In every success story there are turning points. For the CEO of Red Hat, Jim Whitehurst, one of them came when planes were crashing into the Twin Towers on 9/11.On the morning of 9/11, Whitehurst thought he would be a management consultant at the Boston Consulting Group forever. He met his wife there. He loved the work. He was happy, he told Business Insider.
But as the towers were falling down, he got a call from Leo Mullin, the CEO of one of his biggest clients, Delta Airlines. “Jim I need you now. I need you to be my treasurer,” Mullin said.
At first Whitehurst refused. “I told Leo I knew nothing about being a treasurer.” Whitehurst’s background was in computer science and economics topped off with a Harvard MBA. But Mullin pressed him. Delta didn’t need a bookkeeper. It needed a creative genius who could raise a LOT of money to pay immediate bills when “no one in their right mind would loan money to an airline,” recounts Whitehurst.
So at noon on 9/11, Whitehurst became acting treasurer and set about raising $1.25 billion while planes and passengers were stranded around the nation.
On 9/12, he got a call from the chairman of JP Morgan at the time, Bill Harrison, who promised Whitehurst that if he couldn’t raise the money, JP Morgan would front it all to Delta.
“$1.25 billion — that’s a lot of money when whole world falling apart,” remembers Whitehurst. “That left a soft spot in my heart for JP Morgan.”
He did raise the money and JP Morgan did not have to front all of it, he says.
Whitehurst stayed on as treasurer at Delta and, as a computer geek, spent his free time downloading information about the transportation network. Delta had a lousy on time record. He wanted to improve it. In 2004, a troubled Delta had itself a new CEO, Gerald Grinstein, who told Whitehurst “You’ve been complaining about the network so much, now it’s yours.”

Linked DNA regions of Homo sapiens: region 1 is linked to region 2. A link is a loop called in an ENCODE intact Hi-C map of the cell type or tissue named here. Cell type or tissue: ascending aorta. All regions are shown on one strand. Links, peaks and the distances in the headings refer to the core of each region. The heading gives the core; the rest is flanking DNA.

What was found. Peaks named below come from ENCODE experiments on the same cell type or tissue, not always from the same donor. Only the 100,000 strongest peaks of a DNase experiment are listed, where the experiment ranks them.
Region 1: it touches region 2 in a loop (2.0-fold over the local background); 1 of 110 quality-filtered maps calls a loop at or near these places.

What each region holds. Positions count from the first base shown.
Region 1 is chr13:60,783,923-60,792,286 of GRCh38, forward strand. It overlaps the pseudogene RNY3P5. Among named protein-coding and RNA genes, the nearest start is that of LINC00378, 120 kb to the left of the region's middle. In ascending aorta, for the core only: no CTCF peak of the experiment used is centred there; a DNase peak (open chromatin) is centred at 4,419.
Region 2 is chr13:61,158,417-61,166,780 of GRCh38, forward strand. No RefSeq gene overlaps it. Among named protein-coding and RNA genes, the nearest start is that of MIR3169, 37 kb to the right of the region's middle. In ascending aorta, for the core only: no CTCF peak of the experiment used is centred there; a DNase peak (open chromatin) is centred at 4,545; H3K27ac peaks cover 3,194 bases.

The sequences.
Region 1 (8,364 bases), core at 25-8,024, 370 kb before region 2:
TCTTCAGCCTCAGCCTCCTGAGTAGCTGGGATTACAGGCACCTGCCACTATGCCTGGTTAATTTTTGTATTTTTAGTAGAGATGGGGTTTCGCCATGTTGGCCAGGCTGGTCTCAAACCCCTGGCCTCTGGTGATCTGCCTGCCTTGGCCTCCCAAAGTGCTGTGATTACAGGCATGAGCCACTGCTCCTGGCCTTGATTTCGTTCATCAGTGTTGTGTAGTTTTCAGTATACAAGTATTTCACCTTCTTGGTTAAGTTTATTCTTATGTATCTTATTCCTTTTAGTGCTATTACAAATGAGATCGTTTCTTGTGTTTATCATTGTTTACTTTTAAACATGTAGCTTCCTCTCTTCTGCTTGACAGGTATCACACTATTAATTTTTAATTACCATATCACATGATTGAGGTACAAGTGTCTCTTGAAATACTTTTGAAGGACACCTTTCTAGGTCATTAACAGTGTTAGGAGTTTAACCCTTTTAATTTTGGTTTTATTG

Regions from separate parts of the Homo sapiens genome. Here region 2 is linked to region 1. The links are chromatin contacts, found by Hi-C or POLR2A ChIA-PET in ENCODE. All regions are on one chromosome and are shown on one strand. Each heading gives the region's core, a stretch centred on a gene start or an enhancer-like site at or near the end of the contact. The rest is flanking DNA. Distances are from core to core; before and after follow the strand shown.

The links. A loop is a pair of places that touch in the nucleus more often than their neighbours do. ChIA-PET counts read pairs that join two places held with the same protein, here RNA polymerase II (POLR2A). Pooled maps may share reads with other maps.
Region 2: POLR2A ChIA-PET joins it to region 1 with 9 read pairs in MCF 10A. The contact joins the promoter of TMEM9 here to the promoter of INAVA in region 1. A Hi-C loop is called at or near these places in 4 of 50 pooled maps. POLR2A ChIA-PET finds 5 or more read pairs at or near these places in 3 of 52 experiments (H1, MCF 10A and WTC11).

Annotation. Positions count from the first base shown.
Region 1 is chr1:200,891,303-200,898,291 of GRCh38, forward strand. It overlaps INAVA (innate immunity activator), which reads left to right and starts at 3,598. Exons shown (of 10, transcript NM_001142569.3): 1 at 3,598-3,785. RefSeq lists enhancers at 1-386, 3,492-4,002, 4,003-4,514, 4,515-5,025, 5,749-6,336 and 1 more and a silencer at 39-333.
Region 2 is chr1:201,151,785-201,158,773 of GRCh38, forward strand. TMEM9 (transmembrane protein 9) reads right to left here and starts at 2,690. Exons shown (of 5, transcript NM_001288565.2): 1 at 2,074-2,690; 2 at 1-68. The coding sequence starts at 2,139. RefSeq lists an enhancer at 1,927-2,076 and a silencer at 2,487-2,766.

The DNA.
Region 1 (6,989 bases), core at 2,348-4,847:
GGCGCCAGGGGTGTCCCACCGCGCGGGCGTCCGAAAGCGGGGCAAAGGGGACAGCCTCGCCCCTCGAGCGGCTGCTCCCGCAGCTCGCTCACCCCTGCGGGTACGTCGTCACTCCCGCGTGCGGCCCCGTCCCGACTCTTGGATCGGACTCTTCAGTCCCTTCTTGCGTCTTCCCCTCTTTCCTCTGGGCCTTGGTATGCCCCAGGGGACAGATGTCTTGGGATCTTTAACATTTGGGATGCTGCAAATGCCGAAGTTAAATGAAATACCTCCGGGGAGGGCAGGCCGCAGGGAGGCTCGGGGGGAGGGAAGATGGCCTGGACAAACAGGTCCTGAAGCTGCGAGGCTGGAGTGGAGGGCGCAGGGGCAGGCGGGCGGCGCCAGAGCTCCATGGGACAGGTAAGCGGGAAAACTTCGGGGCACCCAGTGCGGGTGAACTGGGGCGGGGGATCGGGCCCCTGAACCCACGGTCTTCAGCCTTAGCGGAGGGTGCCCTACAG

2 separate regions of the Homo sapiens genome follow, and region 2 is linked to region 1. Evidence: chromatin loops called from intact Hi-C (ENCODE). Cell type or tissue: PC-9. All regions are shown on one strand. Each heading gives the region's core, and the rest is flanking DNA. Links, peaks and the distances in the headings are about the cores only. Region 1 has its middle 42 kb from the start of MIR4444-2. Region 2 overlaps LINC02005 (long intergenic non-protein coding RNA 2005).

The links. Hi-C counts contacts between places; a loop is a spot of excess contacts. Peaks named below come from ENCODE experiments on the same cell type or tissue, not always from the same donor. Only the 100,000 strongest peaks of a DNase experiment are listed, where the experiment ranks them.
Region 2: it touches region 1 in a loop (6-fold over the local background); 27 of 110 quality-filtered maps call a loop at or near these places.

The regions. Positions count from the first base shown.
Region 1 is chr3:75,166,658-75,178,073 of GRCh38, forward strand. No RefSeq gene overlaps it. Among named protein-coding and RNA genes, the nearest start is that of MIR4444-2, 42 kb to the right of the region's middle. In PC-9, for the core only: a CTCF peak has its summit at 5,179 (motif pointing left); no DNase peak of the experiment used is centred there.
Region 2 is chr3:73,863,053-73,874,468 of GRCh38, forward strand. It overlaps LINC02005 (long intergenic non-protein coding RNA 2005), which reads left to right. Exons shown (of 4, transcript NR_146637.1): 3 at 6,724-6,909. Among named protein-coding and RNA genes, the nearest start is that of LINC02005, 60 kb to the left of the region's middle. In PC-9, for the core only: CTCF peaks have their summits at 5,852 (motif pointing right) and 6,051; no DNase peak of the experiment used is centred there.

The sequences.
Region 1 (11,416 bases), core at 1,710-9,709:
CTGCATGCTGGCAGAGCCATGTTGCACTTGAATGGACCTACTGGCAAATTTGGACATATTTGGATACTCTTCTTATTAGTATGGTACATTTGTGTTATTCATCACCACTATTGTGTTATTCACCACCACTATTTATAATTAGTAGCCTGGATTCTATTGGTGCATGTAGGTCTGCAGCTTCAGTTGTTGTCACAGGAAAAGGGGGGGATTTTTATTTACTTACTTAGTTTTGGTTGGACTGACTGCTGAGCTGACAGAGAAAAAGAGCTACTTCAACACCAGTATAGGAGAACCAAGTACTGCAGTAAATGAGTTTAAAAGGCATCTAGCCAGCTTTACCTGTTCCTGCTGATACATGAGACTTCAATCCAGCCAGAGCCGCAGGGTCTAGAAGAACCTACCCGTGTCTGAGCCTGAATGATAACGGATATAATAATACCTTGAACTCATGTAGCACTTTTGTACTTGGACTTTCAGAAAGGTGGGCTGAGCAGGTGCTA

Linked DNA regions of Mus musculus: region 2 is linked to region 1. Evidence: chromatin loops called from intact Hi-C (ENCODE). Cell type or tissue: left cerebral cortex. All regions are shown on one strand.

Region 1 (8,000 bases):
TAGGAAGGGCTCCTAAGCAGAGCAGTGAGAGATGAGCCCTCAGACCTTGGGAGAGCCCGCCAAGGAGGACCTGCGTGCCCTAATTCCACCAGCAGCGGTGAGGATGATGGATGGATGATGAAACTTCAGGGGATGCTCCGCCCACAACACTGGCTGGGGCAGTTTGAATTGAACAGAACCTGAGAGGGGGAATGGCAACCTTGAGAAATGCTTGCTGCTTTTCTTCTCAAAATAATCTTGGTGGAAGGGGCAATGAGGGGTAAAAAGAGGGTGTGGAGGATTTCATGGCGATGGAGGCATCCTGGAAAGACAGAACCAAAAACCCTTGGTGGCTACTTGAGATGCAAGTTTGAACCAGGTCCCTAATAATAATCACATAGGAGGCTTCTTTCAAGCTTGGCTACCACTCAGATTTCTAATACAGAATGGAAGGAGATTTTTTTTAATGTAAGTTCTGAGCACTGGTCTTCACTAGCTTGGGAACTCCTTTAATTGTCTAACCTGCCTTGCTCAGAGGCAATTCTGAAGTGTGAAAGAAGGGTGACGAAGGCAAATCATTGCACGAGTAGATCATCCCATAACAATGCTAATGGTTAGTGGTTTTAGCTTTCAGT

Whitehurst was made COO and instantly went from running a team of about 100 people as treasurer to managing 85,000 employees. “I never had an operational job in my life. Now I’m running an airline.”
By 2005, it was clear Delta could not avoid bankruptcy. He spent three years restructuring the company, painfully laying off thousands of workers.
When the company emerged from bankruptcy, CEO Gerald Grinstein was also out and the Delta board hired Richard Anderson, a former Northwest Airlines executive as CEO. Whitehurst was out, too, though the upbeat Red Hat CEO clearly holds no hard feelings about the situation.
News circulated that Whitehurst was leaving Delta and Fortune published a profile on him, calling him “a familiar face to a lot of employees” and “architect of the airline’s turnaround.”
Matthew Szulik was looking to leave his role as CEO of Red Hat. Contrary to reports at the time, the hiring of Whitehurst was not a slap at Szulik. He read the Fortune article and was the one that called Whitehurst and interviewed him for the job, Whitehurst says.
Whitehurst was just starting to feel miserable over his job prospects when he got the call. He’d been on interviews, but didn’t want to take on another major turnaround.
But Red Hat was ideal.
“I’m still a techie geek and always was. When I was screwing around with all that network data back when I was treasurer at Delta, I was doing that in Linux. I knew Red Hat well as I’d been using Fedora which is Red Hat’s free distribution,” he remembers.
The Red Hat board loved him and he got the job in December, 2007.
“It was a confluence of things that happened. I had a degree in computer science but had drifted away and then the right opportunity at the right time came along, and here I am,” he laughs.
Turns out, it was a good move for all involved. His four-plus years at Red Hat have been impressive.
When he began, Red Hat was a $500 million company trading at about $20 a share. Now it’s on track to post over $1 billion when its fiscal year closes on February 29 and its stock trades at around $48. Red Hat has become a serious thorn in Microsoft’s side and has proven the open source model can be profitable. This has changed enterprise software forever.
And it all began during one of the nation’s darkest hours.
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